In principle it would be necessary to use the full quantum mechanical version of the 2state NMP model for cryogenic modeling. However, the computation of the full quantum mechanical transition rates is numerically expensive, because it requires to compute the eigenstates of the potential energy surfaces and the corresponding overlap functions. One approach to solving this issue is to replace the vibrational wave functions of the full quantum mechanical 2state NMP model by their respective WentzelKrammerBrillouin (WKB) approximations, as shown in Fig. 1:
For further numerical improvement a model based on the assumption of linear coupling \( (𝑅 = 1) \) was implemented in Comphy. For \(𝑅 = 1\), the curvatures of the vibrational wave functions do not change upon charge trapping, implying that the effective phonon frequencies are also the same in both defect charge states \( ( \omega_i=\omega_j=\omega) \). In this case, it is possible to use an analytic expression for the quantum mechanical transition rates in the strong electronphonon coupling regime at cryogenic temperatures. This approach leads to the following transition rates \( k_{ij} \): \begin{equation} \begin{aligned} k_{ij}(T) = \omega \frac{\sqrt{2\pi}}{2D\hbar} \bigg[ & (1 + \coth \alpha) \exp \left( \frac{E_\mathrm{}}{2D^2\hbar^2} \right) \\ &  (1  \coth \alpha) \exp \left( \frac{E_\mathrm{+}}{2D^2\hbar^2} \right) \bigg] \end{aligned} \end{equation} with the abbreviations \( D = \sqrt{ \omega E_\mathrm{R} (2n+1)/\hbar} \), \( n = 1/(\exp(\hbar \omega/k_\mathrm{B}T)1) \), \( \alpha=\hbar\omega/2k_\mathrm{B}T \), \( E_{\pm} = \Delta E \pm \hbar \omega  E_\mathrm{R} \) and \( \omega = \sqrt{ 2 E_\mathrm{R}} / \Delta Q \).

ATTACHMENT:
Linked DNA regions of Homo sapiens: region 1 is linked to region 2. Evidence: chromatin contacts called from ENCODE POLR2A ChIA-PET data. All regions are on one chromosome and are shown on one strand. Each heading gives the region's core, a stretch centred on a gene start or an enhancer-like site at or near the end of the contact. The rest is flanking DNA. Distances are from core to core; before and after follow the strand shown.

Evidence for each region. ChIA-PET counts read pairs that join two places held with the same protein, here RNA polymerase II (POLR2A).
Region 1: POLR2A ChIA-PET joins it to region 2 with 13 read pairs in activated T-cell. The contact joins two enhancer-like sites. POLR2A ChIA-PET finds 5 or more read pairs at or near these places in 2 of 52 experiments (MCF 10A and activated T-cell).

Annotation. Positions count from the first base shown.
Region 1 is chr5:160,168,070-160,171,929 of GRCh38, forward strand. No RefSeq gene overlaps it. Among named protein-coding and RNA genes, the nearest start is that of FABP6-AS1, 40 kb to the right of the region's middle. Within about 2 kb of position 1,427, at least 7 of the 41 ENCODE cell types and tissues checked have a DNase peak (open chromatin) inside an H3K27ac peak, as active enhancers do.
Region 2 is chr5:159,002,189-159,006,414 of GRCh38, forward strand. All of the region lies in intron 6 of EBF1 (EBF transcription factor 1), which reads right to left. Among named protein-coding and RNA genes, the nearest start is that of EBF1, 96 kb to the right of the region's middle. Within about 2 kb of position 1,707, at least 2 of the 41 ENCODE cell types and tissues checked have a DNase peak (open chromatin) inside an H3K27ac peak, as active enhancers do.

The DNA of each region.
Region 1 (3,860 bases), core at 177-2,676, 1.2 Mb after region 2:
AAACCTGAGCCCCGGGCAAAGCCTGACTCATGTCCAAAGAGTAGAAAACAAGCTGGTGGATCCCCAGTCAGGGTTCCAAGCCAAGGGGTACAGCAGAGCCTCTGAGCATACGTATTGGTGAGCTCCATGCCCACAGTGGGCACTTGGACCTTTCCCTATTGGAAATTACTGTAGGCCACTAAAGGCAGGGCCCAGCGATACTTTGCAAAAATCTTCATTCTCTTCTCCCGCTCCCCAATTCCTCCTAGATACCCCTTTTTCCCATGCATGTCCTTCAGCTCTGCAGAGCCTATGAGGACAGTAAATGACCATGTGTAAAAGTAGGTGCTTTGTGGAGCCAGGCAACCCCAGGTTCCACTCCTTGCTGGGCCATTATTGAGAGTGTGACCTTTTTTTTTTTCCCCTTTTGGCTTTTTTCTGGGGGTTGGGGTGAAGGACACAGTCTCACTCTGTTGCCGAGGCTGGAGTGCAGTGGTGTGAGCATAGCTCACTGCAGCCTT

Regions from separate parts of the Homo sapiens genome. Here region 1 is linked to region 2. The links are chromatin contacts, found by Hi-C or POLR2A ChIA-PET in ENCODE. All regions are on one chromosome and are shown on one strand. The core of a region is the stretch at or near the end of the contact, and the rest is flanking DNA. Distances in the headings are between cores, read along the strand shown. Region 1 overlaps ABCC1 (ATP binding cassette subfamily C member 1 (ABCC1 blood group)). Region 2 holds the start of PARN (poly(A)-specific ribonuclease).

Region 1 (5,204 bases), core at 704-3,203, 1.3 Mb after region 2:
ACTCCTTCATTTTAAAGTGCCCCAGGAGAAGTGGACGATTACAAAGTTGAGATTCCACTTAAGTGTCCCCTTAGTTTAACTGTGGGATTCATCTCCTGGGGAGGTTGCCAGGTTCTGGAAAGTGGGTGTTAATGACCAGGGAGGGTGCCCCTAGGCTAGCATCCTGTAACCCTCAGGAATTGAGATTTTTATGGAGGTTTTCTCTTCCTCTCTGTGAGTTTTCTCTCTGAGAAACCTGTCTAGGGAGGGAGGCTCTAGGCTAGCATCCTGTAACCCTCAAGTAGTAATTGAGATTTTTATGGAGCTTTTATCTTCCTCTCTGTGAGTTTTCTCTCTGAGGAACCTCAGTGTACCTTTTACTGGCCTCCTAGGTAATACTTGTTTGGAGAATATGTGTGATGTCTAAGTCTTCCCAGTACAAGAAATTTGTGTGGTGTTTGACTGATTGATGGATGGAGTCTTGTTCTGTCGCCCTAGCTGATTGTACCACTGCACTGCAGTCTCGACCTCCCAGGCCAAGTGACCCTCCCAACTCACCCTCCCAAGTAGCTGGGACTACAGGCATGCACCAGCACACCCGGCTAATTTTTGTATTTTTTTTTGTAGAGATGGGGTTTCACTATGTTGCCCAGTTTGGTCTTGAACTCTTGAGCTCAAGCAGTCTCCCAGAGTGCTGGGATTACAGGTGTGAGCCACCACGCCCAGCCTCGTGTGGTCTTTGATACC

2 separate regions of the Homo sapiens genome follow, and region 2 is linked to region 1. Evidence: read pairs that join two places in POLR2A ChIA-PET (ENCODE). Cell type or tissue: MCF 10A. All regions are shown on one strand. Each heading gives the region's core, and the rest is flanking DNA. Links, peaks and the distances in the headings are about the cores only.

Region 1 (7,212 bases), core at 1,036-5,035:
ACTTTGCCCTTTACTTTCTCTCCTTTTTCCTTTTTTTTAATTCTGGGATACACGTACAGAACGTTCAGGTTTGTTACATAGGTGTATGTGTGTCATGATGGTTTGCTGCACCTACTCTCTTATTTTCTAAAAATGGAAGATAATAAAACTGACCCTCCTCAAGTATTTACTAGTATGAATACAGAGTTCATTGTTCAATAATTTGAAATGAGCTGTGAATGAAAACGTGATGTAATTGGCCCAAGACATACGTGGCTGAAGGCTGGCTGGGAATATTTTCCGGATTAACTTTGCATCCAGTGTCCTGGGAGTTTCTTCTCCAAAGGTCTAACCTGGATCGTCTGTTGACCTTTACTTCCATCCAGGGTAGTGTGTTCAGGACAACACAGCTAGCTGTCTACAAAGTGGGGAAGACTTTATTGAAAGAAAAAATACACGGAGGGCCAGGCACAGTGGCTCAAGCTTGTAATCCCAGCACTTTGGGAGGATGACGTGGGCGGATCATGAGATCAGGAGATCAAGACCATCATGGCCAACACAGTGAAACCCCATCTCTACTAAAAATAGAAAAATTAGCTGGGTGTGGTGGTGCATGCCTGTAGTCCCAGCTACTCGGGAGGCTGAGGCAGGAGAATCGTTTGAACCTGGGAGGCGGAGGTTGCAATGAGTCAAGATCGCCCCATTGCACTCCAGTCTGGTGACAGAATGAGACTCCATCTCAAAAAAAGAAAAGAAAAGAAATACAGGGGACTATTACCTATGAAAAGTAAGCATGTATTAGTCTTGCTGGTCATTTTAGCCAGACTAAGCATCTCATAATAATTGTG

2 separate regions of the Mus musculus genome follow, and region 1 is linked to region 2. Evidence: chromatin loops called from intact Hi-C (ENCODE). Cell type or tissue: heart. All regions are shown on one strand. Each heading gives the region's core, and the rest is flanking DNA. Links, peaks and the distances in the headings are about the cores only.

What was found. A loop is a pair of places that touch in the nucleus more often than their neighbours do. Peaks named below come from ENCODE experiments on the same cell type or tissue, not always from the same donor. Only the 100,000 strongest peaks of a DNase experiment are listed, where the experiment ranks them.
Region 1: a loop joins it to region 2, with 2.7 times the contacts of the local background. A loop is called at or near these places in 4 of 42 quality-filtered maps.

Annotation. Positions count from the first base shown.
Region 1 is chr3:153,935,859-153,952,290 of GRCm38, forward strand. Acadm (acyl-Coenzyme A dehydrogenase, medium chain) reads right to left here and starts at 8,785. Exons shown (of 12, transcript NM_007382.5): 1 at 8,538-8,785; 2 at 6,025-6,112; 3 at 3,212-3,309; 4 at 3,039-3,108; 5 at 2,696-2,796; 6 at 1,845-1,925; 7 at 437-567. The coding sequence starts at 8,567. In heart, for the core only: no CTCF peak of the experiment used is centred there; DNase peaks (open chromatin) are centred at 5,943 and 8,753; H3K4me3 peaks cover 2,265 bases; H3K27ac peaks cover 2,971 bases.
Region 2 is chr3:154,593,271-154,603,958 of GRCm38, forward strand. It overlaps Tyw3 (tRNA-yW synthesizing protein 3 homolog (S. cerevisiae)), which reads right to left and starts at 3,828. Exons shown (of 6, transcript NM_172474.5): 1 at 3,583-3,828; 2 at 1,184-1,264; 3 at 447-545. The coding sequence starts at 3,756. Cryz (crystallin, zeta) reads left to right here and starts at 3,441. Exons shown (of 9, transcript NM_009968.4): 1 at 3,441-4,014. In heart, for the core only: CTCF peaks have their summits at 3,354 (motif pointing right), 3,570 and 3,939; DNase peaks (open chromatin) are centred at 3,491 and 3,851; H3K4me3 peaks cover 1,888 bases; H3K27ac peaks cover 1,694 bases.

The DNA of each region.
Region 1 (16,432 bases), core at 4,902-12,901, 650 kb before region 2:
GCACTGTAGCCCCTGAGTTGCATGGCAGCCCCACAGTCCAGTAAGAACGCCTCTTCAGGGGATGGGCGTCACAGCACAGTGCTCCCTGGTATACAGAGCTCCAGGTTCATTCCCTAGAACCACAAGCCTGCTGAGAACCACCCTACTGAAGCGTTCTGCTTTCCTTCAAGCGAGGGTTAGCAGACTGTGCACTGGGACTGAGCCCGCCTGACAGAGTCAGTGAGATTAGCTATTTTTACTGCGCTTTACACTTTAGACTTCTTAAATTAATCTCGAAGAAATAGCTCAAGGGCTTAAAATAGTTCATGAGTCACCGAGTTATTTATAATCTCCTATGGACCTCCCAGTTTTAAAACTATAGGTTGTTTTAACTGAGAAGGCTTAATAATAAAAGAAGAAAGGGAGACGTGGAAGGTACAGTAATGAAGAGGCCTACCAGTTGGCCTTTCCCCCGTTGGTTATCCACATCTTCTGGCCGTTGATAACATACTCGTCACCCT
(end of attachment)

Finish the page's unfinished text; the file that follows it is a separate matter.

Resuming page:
This closed form expression for linear coupling gives the same results as the full quantum mechanical model over a wide temperature range, but its evaluation requires a comparable computational effort as the classical approximation. Thus, it is well suited for efficient reliability simulations with thousands of defects in a device.








SiO2_shallow_trap_band = TrapBand_2S_NMP_QM(
























my_device.trap_bands[
For example Fig. 2 shows a comparison of a BTI simulation performed with classical and quantum mechanical trap bands. The results show that the classical reference freezes out completely, while the cryogenic rates allow for some charge trapping even at 4K. It should be noted that turning on gate interaction can have a drastic impact on trapping kinetics and therefore usually requires recalibration of the defect bands across all temperatures.